Jesus was once asked, "Lord, are they few that are saved?" (Luke 13:23). When one looks to the entirety of the Bible, he soon discovers that much of it is a historical record of a multitude of people's failures. During the days of Noah, "Jehovah saw that the wickedness of man was great in the earth, and that every imagination of the thoughts of his heart was only evil continually... and Jehovah said, I will destroy man whom I have created from the face of the ground; both man, and beast, and creeping things, and birds of the heavens; for it repents me that I have made them. But Noah found favor in the eyes of Jehovah" (Genesis 6:5-8). God brought a worldwide flood upon the earth that "The end of all flesh is come before me; for the earth is filled with violence through them; and, behold, I will destroy them with the earth" (Genesis 6:13). The apostle Peter tells us that during the days of Noah, God was longsuffering with the wicked people while Noah built the ark, yet they would not repent. Thereby only "a few, that is, eight souls, were saved through water" (l Pet. 3:20). A "few" is not many in relation to the population of the whole earth.
Again, we find ourselves studying through the days of the kings in the books of I and Il Kings and I and Il Chronicles. The same scenario was repeated again and again. Wicked men and women refused God's gracious offer to repent and turn back to Him (Jeremiah 8:6). The people of Israel (Hosea 5:3) and Judah (Jeremiah 2:23; 19:13) were "defiled" to the core of their being. The common people, priests, kings, and princes were defiled (Isaiah 1:6). When God's patience ran out, He sent the Assyrians as His rod of correction to destroy Israel (cf. Isaiah 10:5; Hosea 11:5) and Babylon as His battle-axe to crush Judah (Jeremiah 51:20). Babylon and the other heathen nations would not escape the judgment of God either (Jeremiah 25:12; 50:14).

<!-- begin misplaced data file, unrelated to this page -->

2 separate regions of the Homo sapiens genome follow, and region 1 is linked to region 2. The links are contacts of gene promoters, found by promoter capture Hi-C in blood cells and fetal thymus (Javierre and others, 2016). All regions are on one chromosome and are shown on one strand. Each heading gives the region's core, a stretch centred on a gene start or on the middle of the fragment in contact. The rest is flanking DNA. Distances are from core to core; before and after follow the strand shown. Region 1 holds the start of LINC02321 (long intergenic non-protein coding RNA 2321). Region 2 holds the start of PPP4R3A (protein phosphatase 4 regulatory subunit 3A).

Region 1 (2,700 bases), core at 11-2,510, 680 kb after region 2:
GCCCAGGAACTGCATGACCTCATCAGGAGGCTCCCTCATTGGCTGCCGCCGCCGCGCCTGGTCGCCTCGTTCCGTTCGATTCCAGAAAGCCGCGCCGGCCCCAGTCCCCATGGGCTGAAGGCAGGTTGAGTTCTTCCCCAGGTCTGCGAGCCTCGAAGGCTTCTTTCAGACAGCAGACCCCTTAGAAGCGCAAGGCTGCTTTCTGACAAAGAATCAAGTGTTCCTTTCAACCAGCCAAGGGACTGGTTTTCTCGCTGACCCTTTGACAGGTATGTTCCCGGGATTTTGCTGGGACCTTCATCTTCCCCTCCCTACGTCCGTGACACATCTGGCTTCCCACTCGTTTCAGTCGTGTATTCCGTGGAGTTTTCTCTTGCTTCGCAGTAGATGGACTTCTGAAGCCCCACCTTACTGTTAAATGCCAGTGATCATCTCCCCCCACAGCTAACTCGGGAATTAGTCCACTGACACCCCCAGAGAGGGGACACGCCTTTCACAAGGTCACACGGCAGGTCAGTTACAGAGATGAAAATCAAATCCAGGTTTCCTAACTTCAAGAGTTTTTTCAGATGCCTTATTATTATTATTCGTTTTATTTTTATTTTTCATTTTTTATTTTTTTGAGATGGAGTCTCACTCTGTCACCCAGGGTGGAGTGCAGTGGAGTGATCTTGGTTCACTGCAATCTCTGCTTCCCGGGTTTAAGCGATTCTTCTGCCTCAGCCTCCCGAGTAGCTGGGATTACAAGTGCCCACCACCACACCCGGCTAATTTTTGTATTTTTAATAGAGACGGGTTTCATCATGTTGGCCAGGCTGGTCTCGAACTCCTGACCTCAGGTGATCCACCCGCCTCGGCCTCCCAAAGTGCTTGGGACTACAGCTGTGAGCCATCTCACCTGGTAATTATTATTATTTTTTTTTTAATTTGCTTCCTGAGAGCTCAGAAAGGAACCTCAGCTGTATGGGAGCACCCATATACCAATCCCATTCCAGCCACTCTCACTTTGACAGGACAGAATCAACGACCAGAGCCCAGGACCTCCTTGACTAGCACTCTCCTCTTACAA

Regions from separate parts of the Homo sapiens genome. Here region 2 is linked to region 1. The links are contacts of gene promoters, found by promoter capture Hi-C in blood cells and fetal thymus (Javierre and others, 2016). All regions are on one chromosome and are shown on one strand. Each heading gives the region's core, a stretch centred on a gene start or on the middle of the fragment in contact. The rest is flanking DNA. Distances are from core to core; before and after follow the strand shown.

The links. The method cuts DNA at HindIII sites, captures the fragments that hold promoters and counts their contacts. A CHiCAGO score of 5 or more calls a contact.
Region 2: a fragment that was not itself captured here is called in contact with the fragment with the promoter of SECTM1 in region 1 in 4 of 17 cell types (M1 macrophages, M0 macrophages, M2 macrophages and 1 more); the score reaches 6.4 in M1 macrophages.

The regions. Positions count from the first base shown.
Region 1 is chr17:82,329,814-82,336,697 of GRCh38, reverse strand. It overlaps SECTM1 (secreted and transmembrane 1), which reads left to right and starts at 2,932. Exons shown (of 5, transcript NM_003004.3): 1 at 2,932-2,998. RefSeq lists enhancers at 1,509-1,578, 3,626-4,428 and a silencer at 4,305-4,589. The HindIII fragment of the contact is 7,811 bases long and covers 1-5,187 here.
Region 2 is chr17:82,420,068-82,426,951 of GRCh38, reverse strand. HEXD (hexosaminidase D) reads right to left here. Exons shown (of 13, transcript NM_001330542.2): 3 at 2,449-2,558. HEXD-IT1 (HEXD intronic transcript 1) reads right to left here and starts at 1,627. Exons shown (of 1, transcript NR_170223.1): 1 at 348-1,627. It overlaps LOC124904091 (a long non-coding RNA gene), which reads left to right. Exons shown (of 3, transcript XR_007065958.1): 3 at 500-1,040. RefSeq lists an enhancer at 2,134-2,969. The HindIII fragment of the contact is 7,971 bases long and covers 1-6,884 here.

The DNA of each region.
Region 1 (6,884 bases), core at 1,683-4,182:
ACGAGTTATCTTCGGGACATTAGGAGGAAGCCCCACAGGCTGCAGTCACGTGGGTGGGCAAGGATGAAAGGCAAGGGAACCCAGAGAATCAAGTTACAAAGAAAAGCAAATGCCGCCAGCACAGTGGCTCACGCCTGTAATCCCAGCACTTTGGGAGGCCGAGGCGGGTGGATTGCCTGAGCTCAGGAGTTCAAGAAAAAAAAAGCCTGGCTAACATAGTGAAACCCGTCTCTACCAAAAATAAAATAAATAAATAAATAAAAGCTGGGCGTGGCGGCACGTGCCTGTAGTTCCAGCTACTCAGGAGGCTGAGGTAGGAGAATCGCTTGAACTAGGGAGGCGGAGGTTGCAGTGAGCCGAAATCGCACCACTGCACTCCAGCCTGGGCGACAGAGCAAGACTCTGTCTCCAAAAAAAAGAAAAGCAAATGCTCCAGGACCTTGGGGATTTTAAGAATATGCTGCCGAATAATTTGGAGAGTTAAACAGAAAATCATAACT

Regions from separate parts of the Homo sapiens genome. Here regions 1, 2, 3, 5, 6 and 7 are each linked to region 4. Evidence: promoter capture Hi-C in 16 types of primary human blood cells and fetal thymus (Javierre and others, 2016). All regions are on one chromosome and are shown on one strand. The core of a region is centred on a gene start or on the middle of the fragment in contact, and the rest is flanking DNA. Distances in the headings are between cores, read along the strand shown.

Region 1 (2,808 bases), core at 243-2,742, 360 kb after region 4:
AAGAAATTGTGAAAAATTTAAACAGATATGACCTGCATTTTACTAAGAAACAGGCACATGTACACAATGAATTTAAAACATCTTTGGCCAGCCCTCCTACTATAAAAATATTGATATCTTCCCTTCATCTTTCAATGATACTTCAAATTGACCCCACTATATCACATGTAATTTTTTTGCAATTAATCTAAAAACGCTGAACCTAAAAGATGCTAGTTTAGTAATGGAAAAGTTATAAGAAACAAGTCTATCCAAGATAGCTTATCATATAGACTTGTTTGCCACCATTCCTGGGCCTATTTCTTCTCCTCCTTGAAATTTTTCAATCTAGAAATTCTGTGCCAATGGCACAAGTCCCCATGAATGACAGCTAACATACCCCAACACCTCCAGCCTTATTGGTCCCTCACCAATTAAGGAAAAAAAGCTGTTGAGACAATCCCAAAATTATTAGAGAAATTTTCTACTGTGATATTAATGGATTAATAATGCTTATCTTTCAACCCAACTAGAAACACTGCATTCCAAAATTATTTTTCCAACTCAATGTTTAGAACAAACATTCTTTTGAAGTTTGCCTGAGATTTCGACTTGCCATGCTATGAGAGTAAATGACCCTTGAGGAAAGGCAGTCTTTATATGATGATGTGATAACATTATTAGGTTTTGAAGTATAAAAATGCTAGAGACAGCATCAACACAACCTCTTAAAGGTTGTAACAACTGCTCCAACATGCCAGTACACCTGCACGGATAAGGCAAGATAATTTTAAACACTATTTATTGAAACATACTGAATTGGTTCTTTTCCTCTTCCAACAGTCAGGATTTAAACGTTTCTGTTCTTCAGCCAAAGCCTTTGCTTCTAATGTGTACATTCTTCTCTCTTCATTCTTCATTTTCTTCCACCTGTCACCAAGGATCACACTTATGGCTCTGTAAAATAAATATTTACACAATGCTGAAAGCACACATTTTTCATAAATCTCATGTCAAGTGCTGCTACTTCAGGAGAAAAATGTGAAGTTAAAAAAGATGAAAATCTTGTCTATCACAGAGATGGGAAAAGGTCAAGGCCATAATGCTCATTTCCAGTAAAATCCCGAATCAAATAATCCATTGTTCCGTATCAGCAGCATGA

All of society was sin sick, and so the Lord destroyed them with "grievous deaths" (Jeremiah 16:3-4). Were there but a few saved from this horrid ordeal? There was indeed a "remnant" saved that would eventually return to Jerusalem from the captivity (Jeremiah 23:2-4). The word "remnant" is defined as "a small, remaining group of people" (AHD 1046). The small group of survivors was further filtered through the fires of purity in that they found themselves defiled upon returning to Jerusalem to rebuild the city, walls, and spirituality. Many had married foreign women and thereby sinned (Ez. 9:1ff).
By the time we get to the New Testament, Israel and Judah were occupied by foreigners; i.e., the Roman Empire. The longed-for Messiah came into the world to offer them the forgiveness of sins, yet many rejected him. Jesus taught the people saying, "Enter ye in by the narrow gate; for wide is the gate, and broad is the way, that leadeth to destruction, and many are they that enter in thereby. For narrow is the gate, and straitened the way, that leadeth unto life, and few are they that find it" (Matthew 7:13-14). Man has generally hardened his heart against the commandments of God, and thereby stands condemned in sin (Matthew 13:14ff).
Where will you and I be on the other side of eternity? Will we have an entrance supplied to us into heaven? Will we be showed the bottomless pit of hell? Let us all understand that God demands the same from His followers today as He did in the OT days. The Lord demands that we seek Him with our whole being because it is the right thing to do (Hosea 6:6; Matthew 22:37), acknowledge our faults (Jeremiah 3:13; Hosea 5:15; 1 John 1:9) and turn away from them (Jeremiah 18:8; Luke 13:3; Acts 17:30). Lastly, God desires our obedience to His laws (Hosea 8:12; Acts 2:38). How many shall have the mind to do these things? The Lord alone knows all things; however, it is apparent that a prototype has been established throughout history and that is a pattern of sin. Let us depart from the norm of history and put sin out of our lives, serving the Lord with all of our hearts. My prayer is that you and I would be recipients of the blessings of salvation.
John C. Robertson